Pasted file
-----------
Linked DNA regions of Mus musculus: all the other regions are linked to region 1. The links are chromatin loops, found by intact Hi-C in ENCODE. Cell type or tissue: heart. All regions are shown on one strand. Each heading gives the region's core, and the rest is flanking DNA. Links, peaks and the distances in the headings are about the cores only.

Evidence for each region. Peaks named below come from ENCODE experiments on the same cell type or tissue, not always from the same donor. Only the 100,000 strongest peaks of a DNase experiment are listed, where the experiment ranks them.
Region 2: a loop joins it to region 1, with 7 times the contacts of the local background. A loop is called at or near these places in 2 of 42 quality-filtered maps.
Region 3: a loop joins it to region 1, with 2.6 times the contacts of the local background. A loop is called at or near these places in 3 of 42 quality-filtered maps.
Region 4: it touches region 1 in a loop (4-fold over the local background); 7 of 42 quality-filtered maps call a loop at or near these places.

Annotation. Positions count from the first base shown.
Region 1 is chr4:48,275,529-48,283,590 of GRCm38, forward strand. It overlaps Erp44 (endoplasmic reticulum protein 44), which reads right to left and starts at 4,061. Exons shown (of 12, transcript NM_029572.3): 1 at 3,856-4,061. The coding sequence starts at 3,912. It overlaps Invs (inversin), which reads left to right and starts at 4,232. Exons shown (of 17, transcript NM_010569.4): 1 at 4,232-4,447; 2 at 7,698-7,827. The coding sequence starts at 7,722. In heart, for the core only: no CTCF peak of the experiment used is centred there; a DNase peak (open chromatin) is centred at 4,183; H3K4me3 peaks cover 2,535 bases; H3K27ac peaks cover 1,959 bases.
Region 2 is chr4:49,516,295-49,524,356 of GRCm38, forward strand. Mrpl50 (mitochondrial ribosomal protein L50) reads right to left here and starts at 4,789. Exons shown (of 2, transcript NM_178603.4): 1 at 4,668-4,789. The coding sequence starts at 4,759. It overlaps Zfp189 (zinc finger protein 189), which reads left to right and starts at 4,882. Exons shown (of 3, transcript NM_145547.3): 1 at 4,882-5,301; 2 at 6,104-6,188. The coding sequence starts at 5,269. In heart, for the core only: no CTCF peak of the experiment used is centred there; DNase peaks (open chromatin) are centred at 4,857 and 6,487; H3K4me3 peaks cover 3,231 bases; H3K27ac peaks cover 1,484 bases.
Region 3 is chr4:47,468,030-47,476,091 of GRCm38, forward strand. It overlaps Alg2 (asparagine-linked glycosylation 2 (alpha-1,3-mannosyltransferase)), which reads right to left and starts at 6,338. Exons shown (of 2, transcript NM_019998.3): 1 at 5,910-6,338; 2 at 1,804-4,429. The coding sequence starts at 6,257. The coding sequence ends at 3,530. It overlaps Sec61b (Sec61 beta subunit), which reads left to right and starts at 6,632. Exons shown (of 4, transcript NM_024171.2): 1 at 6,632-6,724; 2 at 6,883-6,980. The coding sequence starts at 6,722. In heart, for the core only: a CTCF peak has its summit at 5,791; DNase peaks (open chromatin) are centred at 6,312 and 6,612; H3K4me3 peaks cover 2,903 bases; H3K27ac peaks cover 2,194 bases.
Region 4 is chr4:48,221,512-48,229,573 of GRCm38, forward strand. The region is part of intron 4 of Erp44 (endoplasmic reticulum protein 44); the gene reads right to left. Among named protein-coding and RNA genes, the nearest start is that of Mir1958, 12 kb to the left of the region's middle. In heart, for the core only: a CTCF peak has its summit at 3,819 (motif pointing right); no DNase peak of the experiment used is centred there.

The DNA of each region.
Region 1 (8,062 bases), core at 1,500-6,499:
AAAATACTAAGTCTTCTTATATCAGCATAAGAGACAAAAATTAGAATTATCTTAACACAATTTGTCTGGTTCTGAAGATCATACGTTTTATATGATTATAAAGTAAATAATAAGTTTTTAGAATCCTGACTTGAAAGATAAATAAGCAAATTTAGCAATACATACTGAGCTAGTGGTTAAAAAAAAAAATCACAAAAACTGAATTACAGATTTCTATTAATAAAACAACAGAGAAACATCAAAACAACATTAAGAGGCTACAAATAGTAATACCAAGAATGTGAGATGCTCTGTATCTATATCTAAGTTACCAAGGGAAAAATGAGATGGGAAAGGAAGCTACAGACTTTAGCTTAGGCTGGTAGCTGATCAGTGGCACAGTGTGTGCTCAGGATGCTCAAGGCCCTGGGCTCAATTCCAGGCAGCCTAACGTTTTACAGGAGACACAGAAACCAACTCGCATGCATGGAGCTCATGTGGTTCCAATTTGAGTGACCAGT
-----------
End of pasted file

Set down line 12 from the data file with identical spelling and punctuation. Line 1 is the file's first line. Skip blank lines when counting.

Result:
Region 1 (8,062 bases), core at 1,500-6,499: